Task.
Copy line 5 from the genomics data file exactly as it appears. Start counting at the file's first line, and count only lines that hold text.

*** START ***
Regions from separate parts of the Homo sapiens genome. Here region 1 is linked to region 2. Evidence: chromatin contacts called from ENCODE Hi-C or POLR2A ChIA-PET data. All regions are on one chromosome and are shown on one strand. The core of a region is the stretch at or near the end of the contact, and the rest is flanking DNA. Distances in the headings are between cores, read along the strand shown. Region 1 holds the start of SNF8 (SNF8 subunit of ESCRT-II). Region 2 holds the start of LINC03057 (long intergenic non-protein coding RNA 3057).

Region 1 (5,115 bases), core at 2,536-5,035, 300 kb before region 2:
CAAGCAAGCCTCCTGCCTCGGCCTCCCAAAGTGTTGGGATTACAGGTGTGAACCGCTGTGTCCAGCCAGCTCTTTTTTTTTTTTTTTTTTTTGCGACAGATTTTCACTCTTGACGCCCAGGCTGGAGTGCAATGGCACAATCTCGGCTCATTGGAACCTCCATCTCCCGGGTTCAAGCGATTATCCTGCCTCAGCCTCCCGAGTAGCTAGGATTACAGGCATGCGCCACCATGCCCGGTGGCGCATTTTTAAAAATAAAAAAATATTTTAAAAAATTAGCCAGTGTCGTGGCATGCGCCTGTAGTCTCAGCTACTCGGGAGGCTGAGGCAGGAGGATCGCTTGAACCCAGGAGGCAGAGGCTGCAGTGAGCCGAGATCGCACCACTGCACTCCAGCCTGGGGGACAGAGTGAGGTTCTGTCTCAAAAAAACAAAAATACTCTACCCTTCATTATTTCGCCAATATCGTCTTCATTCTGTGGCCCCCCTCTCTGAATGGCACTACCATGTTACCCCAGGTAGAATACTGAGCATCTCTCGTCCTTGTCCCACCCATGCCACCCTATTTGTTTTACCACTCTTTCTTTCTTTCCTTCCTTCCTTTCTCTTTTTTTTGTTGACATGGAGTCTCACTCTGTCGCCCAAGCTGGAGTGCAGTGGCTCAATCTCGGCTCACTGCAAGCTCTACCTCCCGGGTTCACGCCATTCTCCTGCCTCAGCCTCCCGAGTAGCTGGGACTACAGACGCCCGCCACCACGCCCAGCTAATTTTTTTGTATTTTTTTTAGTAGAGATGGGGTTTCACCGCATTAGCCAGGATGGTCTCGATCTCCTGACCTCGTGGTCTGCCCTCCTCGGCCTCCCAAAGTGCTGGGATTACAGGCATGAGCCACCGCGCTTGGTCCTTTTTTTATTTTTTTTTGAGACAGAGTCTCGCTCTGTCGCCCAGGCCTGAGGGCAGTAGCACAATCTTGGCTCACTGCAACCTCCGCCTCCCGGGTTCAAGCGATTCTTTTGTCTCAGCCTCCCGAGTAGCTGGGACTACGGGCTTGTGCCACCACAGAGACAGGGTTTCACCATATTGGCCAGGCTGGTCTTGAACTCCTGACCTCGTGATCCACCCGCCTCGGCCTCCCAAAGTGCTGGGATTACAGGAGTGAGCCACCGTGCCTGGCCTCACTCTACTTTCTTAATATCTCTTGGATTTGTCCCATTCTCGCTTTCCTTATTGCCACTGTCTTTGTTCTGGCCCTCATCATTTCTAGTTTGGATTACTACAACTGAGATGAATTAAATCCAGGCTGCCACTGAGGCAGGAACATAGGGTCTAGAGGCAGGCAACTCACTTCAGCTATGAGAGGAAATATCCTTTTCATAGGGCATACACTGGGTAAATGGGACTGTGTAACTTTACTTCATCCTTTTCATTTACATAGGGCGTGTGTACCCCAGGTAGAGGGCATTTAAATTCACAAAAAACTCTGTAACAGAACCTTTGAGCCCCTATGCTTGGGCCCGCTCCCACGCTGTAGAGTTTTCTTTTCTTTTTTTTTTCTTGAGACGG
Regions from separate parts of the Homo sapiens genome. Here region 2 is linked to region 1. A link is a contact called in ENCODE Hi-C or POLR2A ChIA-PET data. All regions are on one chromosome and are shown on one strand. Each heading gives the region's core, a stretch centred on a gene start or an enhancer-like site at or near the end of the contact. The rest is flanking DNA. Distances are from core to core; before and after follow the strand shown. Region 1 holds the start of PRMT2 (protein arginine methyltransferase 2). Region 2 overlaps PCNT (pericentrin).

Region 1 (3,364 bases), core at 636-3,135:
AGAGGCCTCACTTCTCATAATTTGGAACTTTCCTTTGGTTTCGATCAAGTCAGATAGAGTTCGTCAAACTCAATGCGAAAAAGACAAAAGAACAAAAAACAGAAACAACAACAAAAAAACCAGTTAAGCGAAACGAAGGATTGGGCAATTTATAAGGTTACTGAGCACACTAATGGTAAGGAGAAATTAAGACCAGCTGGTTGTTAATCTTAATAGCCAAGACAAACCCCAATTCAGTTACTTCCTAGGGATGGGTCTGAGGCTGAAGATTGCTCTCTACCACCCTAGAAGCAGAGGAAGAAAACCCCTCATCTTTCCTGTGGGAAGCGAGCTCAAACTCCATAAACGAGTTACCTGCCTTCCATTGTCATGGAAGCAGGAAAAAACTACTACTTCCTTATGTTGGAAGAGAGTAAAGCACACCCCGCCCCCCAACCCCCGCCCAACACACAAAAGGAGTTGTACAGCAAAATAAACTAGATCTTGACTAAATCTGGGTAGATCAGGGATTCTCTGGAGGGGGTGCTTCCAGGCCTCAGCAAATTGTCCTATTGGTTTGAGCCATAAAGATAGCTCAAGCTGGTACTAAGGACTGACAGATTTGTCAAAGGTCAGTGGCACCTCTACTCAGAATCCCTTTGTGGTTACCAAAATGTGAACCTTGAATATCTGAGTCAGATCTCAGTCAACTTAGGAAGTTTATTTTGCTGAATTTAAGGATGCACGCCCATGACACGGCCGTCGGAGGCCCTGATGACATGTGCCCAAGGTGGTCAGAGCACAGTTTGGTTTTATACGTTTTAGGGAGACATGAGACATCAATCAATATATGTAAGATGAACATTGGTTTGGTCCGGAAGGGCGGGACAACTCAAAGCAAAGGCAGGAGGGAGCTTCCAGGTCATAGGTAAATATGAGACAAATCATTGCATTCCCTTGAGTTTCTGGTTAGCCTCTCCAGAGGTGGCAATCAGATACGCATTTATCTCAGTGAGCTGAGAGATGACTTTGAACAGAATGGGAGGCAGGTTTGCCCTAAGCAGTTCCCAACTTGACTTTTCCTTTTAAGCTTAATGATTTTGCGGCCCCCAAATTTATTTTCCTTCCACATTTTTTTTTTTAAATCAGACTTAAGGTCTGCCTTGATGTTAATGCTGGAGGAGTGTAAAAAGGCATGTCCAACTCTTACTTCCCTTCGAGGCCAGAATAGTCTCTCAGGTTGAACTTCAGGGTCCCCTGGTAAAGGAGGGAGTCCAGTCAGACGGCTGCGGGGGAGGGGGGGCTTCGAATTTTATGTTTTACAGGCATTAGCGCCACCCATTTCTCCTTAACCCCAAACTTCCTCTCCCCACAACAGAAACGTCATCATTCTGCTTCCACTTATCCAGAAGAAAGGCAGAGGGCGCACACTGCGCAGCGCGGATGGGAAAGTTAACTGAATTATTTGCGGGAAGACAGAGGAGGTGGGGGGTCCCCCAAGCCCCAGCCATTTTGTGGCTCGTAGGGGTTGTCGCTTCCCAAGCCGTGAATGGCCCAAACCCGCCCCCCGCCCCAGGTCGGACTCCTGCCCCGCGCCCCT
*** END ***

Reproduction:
Region 1 (3,364 bases), core at 636-3,135: